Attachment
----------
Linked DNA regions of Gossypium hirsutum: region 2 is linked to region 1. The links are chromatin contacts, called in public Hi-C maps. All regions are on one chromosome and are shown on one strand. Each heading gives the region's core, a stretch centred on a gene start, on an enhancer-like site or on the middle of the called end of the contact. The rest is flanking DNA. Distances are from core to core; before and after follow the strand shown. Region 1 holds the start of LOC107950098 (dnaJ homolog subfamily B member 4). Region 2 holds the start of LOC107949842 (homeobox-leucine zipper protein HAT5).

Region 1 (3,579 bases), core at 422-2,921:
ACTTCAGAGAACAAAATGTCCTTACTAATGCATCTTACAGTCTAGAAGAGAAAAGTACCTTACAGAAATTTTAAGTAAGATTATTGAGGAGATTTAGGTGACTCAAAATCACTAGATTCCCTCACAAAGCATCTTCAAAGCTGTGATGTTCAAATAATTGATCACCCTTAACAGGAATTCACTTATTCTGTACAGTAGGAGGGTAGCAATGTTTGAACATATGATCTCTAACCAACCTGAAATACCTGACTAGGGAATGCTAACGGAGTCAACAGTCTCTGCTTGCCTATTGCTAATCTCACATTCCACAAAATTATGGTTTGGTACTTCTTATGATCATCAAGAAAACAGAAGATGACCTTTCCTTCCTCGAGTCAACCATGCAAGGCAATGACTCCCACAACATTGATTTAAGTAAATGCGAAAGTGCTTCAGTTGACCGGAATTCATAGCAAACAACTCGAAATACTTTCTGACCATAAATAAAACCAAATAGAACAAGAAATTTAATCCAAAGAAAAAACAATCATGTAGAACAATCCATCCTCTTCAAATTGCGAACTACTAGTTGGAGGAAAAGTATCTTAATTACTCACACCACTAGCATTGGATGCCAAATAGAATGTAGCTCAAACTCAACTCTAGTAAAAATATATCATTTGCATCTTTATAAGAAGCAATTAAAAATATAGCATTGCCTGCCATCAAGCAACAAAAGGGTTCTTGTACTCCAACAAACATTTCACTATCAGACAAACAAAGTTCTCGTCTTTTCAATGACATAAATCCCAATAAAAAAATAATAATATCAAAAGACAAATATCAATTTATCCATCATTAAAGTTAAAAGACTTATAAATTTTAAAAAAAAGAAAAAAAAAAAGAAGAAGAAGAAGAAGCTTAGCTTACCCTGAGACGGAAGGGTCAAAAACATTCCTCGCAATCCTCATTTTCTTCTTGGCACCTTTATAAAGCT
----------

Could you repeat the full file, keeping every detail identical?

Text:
Linked DNA regions of Gossypium hirsutum: region 2 is linked to region 1. The links are chromatin contacts, called in public Hi-C maps. All regions are on one chromosome and are shown on one strand. Each heading gives the region's core, a stretch centred on a gene start, on an enhancer-like site or on the middle of the called end of the contact. The rest is flanking DNA. Distances are from core to core; before and after follow the strand shown. Region 1 holds the start of LOC107950098 (dnaJ homolog subfamily B member 4). Region 2 holds the start of LOC107949842 (homeobox-leucine zipper protein HAT5).

Region 1 (3,579 bases), core at 422-2,921:
ACTTCAGAGAACAAAATGTCCTTACTAATGCATCTTACAGTCTAGAAGAGAAAAGTACCTTACAGAAATTTTAAGTAAGATTATTGAGGAGATTTAGGTGACTCAAAATCACTAGATTCCCTCACAAAGCATCTTCAAAGCTGTGATGTTCAAATAATTGATCACCCTTAACAGGAATTCACTTATTCTGTACAGTAGGAGGGTAGCAATGTTTGAACATATGATCTCTAACCAACCTGAAATACCTGACTAGGGAATGCTAACGGAGTCAACAGTCTCTGCTTGCCTATTGCTAATCTCACATTCCACAAAATTATGGTTTGGTACTTCTTATGATCATCAAGAAAACAGAAGATGACCTTTCCTTCCTCGAGTCAACCATGCAAGGCAATGACTCCCACAACATTGATTTAAGTAAATGCGAAAGTGCTTCAGTTGACCGGAATTCATAGCAAACAACTCGAAATACTTTCTGACCATAAATAAAACCAAATAGAACAAGAAATTTAATCCAAAGAAAAAACAATCATGTAGAACAATCCATCCTCTTCAAATTGCGAACTACTAGTTGGAGGAAAAGTATCTTAATTACTCACACCACTAGCATTGGATGCCAAATAGAATGTAGCTCAAACTCAACTCTAGTAAAAATATATCATTTGCATCTTTATAAGAAGCAATTAAAAATATAGCATTGCCTGCCATCAAGCAACAAAAGGGTTCTTGTACTCCAACAAACATTTCACTATCAGACAAACAAAGTTCTCGTCTTTTCAATGACATAAATCCCAATAAAAAAATAATAATATCAAAAGACAAATATCAATTTATCCATCATTAAAGTTAAAAGACTTATAAATTTTAAAAAAAAGAAAAAAAAAAAGAAGAAGAAGAAGAAGCTTAGCTTACCCTGAGACGGAAGGGTCAAAAACATTCCTCGCAATCCTCATTTTCTTCTTGGCACCTTTATAAAGCT